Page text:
“He died this morning following a long illness,” a friend and colleague said Saturday.
Such was the appeal of Moebius ― or Jean Henri Gaston Giraud ― that he won a devoted following as far afield as Japan and the United States, countries working in radically different comic-book traditions.
“The whole profession is in shock, totally devastated, even if we knew that he was seriously ill,” Gilles Ratier, head of France’s Association of Comic-Book Critics, said.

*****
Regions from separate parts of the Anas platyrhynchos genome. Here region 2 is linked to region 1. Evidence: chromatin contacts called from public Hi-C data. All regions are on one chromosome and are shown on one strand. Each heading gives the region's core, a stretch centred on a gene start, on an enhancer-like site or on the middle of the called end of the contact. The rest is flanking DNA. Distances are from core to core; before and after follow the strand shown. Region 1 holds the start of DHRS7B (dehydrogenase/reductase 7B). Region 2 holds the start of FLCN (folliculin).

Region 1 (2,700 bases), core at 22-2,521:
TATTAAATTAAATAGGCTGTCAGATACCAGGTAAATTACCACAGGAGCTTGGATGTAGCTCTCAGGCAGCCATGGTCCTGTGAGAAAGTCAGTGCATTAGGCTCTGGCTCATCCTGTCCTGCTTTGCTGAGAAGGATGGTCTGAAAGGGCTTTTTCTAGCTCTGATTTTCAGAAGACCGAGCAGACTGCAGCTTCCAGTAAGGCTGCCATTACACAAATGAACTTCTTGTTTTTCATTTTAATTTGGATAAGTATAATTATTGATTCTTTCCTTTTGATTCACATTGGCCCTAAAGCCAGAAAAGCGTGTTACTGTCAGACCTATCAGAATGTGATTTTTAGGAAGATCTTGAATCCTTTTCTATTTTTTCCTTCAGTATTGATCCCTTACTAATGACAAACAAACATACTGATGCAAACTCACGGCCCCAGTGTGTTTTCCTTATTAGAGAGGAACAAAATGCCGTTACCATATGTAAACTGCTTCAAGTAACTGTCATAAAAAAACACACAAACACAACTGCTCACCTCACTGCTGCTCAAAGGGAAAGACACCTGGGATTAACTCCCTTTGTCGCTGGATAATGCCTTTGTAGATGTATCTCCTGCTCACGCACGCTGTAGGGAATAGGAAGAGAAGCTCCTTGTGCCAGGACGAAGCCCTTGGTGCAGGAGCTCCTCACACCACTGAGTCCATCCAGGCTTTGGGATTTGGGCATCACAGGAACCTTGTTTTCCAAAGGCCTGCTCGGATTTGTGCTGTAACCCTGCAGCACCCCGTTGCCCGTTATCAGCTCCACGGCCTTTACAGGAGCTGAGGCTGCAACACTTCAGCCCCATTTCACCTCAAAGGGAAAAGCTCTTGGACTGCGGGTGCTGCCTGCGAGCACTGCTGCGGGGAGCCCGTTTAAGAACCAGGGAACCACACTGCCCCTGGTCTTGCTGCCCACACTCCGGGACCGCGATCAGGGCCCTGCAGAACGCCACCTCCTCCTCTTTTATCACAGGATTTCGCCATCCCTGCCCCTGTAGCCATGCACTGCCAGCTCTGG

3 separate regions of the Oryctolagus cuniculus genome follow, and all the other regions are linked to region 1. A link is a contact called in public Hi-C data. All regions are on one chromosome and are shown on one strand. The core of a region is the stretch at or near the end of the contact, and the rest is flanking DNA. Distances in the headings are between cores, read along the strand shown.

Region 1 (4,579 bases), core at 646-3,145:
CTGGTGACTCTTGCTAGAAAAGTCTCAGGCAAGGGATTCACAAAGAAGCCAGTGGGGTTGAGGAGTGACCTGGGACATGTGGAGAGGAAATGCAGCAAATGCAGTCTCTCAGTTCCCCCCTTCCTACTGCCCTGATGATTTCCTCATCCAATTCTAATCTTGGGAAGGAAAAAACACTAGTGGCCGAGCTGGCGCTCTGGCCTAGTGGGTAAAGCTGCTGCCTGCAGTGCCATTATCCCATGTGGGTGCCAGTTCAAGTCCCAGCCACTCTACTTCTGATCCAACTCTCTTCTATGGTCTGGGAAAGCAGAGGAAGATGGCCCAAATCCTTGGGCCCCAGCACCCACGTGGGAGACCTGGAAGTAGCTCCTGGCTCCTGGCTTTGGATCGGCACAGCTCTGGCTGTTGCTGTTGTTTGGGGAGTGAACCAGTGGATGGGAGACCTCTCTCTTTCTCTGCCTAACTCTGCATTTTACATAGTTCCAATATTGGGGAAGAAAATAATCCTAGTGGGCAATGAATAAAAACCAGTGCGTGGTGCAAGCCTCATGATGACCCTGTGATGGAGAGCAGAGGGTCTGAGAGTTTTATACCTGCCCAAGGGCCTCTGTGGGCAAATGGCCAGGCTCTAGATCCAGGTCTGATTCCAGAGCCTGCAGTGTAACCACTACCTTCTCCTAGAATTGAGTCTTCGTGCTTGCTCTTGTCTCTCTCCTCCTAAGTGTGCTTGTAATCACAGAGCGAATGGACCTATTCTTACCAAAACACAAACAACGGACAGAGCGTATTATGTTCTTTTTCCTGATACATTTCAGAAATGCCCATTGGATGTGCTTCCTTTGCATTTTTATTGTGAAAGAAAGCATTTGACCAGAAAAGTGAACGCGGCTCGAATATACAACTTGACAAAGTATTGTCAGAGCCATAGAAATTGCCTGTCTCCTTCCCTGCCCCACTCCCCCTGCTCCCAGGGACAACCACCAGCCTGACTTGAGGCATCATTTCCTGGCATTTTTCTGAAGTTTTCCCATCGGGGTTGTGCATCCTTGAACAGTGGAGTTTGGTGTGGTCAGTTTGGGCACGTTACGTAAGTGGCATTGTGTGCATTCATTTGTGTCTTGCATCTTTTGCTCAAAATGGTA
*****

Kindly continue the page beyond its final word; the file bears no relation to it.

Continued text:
Colleagues paid tribute to the artist and writer generally acknowledged as having been one of the most daring and innovative in his field.
Giraud, who grew up drawing cowboys and indians, published his first drawings in 1957 and found fame with the western character Lieutenant Blueberry in 1963.
The lean, mean gunslinger was to become one of the most iconic figures in French comic-book history.
He adopted the pseudonym Moebius for his illustrations in science fiction books and magazines.
But he also worked under other pseudonyms, including Gir, Giraud and Moeb.
But as Moebius, he said, he operated on a whole different level. (AFP)